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Penn Hills





 
 
 

Penn Hills 

Driving down Rt 447 is not unlike many of the throughways that crisscross the Poconos - You cruise through near-infinite acres of forest, all the while breaking up the monotony by avoiding potholes, fighting road hypnosis, and avoiding the occasional wild animal that has somehow managed to find the singular strip of asphalt among all the trees. What sets 447 apart however, is that just when your eyes are about to glaze over from the blandness of it all, you find yourself driving right through the center of a massive retro honeymoon resort... and it's completely abandoned. At this point you're to likely pull over onto the dirt shoulder in an abrupt stop, rubbing your eyes to assure yourself that you're not just hallucinating from lack of mental stimulation. It's a surreal sight, but very much a real one. This sad collection of overgrown and outdated architecture is all that remains of what was once among the most popular vacation destinations in the region. Welcome to Penn Hills.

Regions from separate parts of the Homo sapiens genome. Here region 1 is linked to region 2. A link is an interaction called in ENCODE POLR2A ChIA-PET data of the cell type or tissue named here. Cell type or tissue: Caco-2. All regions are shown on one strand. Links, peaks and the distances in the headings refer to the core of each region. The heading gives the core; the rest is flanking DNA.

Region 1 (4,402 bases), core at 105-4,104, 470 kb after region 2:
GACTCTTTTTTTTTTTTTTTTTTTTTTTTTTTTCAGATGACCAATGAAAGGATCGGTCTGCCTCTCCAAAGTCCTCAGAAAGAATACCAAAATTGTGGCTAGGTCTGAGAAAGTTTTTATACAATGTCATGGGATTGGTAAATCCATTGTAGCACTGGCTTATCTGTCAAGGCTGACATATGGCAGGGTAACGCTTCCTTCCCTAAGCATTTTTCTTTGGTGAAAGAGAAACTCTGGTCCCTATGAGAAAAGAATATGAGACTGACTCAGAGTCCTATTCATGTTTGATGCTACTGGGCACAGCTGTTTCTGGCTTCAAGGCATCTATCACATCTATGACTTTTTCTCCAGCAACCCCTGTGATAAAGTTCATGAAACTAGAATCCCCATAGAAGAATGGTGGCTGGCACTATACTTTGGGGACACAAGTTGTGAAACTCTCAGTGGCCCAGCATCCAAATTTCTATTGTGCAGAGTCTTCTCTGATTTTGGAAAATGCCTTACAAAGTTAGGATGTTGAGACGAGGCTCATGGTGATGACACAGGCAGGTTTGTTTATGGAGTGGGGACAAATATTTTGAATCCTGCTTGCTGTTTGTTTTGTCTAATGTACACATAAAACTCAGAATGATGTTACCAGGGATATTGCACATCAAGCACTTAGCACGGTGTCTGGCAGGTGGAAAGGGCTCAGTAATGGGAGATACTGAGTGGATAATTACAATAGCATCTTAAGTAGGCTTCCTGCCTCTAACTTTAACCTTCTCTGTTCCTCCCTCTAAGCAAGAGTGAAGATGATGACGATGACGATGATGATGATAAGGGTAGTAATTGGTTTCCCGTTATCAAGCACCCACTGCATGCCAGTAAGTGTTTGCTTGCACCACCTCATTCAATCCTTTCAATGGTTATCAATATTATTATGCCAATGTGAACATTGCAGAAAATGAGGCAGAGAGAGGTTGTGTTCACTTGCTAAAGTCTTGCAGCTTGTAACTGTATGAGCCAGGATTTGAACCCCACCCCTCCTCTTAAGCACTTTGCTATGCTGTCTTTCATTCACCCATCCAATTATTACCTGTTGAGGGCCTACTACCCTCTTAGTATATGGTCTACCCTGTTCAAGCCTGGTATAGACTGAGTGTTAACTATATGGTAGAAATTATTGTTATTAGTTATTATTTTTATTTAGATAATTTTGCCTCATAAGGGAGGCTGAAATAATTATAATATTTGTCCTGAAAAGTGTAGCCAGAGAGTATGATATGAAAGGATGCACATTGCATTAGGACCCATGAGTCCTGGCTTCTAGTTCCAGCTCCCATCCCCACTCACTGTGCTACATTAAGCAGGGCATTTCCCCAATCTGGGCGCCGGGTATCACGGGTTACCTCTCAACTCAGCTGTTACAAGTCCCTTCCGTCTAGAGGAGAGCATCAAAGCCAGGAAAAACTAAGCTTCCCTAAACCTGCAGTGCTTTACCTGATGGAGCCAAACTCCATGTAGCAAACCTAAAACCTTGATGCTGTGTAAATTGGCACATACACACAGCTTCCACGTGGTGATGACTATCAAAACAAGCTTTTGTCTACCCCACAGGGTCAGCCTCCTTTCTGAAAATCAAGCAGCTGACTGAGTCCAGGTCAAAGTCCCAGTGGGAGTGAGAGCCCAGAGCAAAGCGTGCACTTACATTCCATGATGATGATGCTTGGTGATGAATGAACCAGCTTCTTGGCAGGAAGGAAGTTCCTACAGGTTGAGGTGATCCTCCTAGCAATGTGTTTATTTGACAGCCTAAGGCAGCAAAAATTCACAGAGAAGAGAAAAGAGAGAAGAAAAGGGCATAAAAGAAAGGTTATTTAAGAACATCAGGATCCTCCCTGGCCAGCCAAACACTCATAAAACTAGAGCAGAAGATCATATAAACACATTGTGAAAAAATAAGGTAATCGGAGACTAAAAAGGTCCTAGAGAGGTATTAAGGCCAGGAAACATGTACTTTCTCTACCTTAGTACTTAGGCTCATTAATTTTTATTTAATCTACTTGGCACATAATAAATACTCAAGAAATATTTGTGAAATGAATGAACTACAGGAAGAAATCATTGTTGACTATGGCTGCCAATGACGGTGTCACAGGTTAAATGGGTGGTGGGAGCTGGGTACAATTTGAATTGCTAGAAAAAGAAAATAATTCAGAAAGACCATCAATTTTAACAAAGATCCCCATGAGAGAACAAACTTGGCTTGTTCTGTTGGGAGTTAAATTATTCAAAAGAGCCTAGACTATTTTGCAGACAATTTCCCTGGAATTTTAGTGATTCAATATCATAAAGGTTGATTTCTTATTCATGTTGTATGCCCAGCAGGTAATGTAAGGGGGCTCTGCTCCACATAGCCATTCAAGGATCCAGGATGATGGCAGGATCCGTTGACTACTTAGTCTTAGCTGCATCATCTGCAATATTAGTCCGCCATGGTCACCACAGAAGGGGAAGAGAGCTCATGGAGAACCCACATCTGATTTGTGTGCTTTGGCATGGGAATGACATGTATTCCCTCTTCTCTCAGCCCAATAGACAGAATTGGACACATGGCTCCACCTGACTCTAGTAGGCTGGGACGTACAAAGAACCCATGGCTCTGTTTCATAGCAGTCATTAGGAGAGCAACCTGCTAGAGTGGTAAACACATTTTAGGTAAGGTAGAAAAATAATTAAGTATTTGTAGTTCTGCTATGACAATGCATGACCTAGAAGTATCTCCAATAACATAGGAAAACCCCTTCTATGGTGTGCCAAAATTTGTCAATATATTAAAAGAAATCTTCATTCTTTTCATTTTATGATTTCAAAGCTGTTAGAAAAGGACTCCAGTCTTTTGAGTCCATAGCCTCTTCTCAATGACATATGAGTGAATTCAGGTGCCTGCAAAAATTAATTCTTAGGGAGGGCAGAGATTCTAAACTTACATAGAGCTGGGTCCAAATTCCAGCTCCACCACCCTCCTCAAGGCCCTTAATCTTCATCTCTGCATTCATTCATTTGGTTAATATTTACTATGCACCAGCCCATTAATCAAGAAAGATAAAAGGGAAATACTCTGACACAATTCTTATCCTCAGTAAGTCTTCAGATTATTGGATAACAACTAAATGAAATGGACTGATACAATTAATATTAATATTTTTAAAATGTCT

Occasionally there are places that through some chain of events, planned or not, come to embody a specific era in American popular culture. Penn Hills resort is one such place, though today it is a far cry from the nightlife epicenter of the Poconos that it used to be. The shells of buildings which stand before you grew from the humble roots of an small inn, owned and operated by Italian immigrants Frances and Charles Paolillo, which opened in 1944. However, it didn't take long for the Paolillos to throw the quaint family-oriented entertainment of their roadside inn out the window, as they quickly became influenced by the numerous honeymoon destinations that surrounded them. Within only a few years the small inn was transformed into a honeymoon resort. The first half of the 1950's were not good years for the new resort. Charles passed away in 1953, leaving behind his wife and son to run things. Just two short years later, in the summer of 1955, a flood destroyed most all of the property. Frances and Charles Jr, not being ones to let their family's business be felled by death and extreme weather, not only rebuilt the resort from ruins, but massively expanded it. Now, where once a small roadside resort stood, were sprawling grounds with all the amenities that one could as of a high-end vacation destination. In addition to the general expansion of suites and additional cottages, they constructed the first indoor ice skating rink in the Poconos, as well as indoor and outdoor pools, the later constructed in the shape of a giant wedding bell. As the resort grew, so did its popularity.